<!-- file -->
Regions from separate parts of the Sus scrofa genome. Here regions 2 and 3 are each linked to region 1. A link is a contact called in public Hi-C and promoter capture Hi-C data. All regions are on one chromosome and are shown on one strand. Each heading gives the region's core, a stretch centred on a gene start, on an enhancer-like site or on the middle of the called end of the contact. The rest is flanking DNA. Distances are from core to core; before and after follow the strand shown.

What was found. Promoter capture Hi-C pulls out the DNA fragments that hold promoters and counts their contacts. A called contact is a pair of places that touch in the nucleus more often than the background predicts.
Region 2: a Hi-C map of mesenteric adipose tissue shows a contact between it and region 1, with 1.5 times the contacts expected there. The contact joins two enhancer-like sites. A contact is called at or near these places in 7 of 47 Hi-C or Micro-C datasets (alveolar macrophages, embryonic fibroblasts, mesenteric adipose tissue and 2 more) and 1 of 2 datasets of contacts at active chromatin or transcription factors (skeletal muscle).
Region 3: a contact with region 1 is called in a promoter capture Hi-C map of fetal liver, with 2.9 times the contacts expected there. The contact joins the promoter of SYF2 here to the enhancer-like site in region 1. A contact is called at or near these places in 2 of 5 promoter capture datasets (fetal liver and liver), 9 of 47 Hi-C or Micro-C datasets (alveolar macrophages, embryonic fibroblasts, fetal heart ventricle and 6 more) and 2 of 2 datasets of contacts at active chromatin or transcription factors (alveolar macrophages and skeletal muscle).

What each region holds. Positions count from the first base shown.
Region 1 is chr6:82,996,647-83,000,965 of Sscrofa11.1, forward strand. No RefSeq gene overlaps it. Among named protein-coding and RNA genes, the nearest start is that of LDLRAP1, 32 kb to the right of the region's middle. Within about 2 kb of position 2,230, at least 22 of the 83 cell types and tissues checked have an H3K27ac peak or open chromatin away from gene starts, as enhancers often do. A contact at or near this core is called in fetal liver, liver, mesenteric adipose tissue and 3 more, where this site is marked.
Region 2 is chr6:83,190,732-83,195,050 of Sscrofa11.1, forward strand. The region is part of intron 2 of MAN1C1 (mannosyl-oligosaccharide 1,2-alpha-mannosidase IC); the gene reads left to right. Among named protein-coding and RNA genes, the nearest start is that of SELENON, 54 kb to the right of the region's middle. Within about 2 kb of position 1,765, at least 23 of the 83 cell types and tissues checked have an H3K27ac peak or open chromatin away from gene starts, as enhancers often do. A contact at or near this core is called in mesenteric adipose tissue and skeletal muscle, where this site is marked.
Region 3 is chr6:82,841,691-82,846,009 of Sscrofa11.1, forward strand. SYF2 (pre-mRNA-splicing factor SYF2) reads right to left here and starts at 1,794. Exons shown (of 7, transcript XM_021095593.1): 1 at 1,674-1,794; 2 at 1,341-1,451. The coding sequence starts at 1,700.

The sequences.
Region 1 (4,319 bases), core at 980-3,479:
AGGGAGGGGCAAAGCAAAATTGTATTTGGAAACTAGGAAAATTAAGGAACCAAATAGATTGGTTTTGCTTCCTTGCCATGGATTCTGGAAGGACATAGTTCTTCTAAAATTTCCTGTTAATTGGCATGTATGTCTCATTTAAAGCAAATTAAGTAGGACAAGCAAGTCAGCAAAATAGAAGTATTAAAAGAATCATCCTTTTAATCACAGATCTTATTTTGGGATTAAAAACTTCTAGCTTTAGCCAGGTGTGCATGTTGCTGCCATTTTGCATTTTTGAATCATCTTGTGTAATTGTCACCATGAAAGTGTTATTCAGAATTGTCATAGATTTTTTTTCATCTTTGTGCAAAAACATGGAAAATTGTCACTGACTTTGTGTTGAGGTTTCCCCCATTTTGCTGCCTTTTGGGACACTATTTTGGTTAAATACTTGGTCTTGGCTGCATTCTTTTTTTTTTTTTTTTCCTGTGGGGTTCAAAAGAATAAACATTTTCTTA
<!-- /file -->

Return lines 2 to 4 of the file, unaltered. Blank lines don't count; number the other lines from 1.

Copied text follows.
What was found. Promoter capture Hi-C pulls out the DNA fragments that hold promoters and counts their contacts. A called contact is a pair of places that touch in the nucleus more often than the background predicts.
Region 2: a Hi-C map of mesenteric adipose tissue shows a contact between it and region 1, with 1.5 times the contacts expected there. The contact joins two enhancer-like sites. A contact is called at or near these places in 7 of 47 Hi-C or Micro-C datasets (alveolar macrophages, embryonic fibroblasts, mesenteric adipose tissue and 2 more) and 1 of 2 datasets of contacts at active chromatin or transcription factors (skeletal muscle).
Region 3: a contact with region 1 is called in a promoter capture Hi-C map of fetal liver, with 2.9 times the contacts expected there. The contact joins the promoter of SYF2 here to the enhancer-like site in region 1. A contact is called at or near these places in 2 of 5 promoter capture datasets (fetal liver and liver), 9 of 47 Hi-C or Micro-C datasets (alveolar macrophages, embryonic fibroblasts, fetal heart ventricle and 6 more) and 2 of 2 datasets of contacts at active chromatin or transcription factors (alveolar macrophages and skeletal muscle).